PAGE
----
article
10 May 2010 by Lula Ahrens and Pablo Gamez

By a vote of 7 to 2, Brazil’s Supreme Court last week refused to lift an amnesty law which protects officials suspected of human rights violations during the country’s military dictatorship. The United Nations was quick to condemn the ruling, calling it “an affront” and warning Brazil that it is isolating itself from the international community.

article
05 May 2010 by -

The 105th edition of the International Justice Tribune is now available. You can read it here.

Download the print version of the International Justice Tribune 105 (PDF file)

Subscribe to the International Justice Tribune

IJT 105 contents: 

article
05 May 2010 by Heikelina Verrijn

International judges and prosecutors claim to do their utmost to ensure that the practice of international criminal law satisfies fundamental principles. In practice, however, those principles often take second place to notions of human and humanitarian rights. 

article
05 May 2010 by Koert Lindijer

“I am the victim of a politically-motivated slander campaign by Rwanda’s dictatorial government,” says Pierre-Claver Karangwa. This former major in the Rwandan army is being accused of participating in the 1994 genocide in his home country.

issue
05 May 2010

International criminal justice under pressure

International judges and prosecutors claim to do their utmost to ensure that the practice of international criminal law satisfies fundamental principles. In practice, however, those principles often take second place to notions of human and humanitarian rights.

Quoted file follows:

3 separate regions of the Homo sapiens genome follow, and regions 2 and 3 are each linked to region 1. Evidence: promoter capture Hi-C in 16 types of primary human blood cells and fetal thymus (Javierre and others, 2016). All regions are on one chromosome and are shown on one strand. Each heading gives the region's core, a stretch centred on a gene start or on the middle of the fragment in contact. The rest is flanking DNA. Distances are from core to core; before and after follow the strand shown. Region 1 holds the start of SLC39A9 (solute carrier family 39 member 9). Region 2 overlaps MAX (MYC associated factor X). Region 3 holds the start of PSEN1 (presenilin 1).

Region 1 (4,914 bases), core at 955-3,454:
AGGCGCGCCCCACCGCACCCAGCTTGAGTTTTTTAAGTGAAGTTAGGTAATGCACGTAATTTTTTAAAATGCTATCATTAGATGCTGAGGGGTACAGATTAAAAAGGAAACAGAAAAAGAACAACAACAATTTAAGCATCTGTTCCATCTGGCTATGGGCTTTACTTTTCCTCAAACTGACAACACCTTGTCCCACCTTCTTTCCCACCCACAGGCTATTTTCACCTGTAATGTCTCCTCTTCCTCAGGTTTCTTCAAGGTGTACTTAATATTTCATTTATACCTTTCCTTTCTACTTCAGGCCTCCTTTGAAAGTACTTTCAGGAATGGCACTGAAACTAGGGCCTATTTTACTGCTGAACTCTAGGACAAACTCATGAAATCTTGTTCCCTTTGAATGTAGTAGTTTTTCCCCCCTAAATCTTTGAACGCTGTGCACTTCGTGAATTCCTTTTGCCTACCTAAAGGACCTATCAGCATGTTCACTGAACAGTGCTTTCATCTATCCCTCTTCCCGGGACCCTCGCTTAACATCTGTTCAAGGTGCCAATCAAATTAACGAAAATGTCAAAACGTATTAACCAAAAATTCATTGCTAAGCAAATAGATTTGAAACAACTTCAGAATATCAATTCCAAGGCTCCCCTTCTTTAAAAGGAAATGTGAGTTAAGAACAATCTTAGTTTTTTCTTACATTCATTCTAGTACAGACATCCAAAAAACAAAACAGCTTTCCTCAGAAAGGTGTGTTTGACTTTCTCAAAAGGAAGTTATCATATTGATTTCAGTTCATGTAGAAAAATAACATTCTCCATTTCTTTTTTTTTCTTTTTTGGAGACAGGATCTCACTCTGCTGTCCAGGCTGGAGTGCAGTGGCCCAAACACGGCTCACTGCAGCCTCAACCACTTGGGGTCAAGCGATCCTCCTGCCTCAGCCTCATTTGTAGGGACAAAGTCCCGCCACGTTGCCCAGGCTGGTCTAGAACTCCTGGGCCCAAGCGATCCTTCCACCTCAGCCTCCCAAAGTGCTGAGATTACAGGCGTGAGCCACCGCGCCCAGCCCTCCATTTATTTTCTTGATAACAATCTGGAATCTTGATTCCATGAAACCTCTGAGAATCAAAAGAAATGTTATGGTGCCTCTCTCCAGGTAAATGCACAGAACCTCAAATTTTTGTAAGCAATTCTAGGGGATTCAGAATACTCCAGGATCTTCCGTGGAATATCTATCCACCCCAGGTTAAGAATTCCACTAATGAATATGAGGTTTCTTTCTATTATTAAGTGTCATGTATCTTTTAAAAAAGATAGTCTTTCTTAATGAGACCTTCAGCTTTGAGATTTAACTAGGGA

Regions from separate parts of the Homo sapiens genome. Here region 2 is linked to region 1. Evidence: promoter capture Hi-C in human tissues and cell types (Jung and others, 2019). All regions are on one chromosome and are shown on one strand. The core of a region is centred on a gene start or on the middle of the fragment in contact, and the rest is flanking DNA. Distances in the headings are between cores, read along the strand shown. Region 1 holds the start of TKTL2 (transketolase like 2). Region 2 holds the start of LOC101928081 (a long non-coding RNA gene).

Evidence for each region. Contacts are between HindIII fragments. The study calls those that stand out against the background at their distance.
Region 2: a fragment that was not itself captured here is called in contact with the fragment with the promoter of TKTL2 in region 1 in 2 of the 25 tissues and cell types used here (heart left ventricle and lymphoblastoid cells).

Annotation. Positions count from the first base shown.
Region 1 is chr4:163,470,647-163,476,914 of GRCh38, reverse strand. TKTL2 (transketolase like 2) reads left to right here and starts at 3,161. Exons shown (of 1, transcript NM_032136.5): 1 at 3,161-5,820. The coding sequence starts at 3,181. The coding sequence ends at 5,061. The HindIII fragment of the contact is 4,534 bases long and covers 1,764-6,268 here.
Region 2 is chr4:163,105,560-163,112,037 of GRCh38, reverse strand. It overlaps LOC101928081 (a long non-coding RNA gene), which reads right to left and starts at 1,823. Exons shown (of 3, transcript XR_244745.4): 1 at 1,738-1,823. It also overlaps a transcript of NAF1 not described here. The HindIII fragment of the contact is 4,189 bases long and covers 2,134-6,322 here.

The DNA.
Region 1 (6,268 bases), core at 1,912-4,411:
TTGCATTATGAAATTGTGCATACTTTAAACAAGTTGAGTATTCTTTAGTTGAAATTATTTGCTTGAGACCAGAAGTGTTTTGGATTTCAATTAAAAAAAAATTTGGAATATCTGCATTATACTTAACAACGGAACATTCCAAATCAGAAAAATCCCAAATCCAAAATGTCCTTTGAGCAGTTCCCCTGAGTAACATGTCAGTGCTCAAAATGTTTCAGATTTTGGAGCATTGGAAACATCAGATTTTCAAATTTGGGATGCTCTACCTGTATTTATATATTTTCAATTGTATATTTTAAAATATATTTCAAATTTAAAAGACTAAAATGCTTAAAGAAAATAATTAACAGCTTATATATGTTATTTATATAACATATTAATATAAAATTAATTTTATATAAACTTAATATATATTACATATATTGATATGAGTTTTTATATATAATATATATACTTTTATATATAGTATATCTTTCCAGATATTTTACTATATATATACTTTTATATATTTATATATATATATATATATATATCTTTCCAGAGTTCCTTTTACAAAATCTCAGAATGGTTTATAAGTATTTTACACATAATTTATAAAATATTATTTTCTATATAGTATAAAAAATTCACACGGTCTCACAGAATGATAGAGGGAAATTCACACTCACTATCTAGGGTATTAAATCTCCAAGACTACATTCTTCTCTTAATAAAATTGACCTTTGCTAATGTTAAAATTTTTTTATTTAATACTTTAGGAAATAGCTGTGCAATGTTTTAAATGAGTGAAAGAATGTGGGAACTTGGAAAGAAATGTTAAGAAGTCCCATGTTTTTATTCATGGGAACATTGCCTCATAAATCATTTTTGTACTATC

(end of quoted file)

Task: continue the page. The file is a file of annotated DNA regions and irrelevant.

Rwanda suspects living in The Netherlands

“I am the victim of a politically-motivated slander campaign by Rwanda’s dictatorial government,” says Pierre-Claver Karangwa. This former major in the Rwandan army is being accused of participating in the 1994 genocide in his home country.

Ocampo in Kenya " to listen"

Chief Prosecutor for the International Criminal Court (ICC) Luís Moreño Ocampo will be visiting Kenya next week as part of his investigation into the country’s 2007-8 post-election violence. Before leaving for his week long trip to Nairobi, Ocampo spoke to the IJT about the case.

article
05 May 2010 by Thomas Bwire

Chief Prosecutor for the International Criminal Court (ICC) Luís Moreno Ocampo will be visiting Kenya next week as part of his investigation into the country’s 2007-8 post-election violence. Before leaving for his week long trip to Nairobi, Ocampo spoke to the IJT about the case.

article
04 May 2010 by -

International tribunals should be established to try pirates, the UN said last week. The 15-member Security Council unanimously adopted a resolution aimed at making it easier to prosecute and imprison pirates operating off the coast of Somalia. In recent years, dozens of ships have been seized by pirates in the Indian Ocean and Gulf of Aden.

By Lula Ahrens

article
04 May 2010 by -

Belgian lawmakers voted overwhelmingly on Thursday to ban wearing the Islamic burqa or niqab in public. Other European countries might follow suit.

By Lula Ahrens

In the lower house of the Belgian federal parliament, 136 deputies voted for a nationwide ban. There were no abstentions, and no one voted against the bill. The ban will be imposed in all public spaces.

article
04 May 2010 by -

Former Argentine military leader Jorge Rafael Videla has been charged with an additional 49 cases of kidnapping, torture and murder. He will also be tried in September for stealing 33 babies of political opponents.

By Lula Ahrens

Videla, who ruled Argentina from 1976 to 1981, was sentenced to life in prison in 1985 for human rights abuses committed during Argentina’s Dirty War, including the murders of 66 people and the torture of 93 others.

article
04 May 2010 by -

International judges and prosecutors claim to do their utmost to ensure that the practice of international criminal law satisfies fundamental principles. In practice, however, those principles often take second place to notions of human and humanitarian rights.

By Heikelina Verijn Stuart

Pages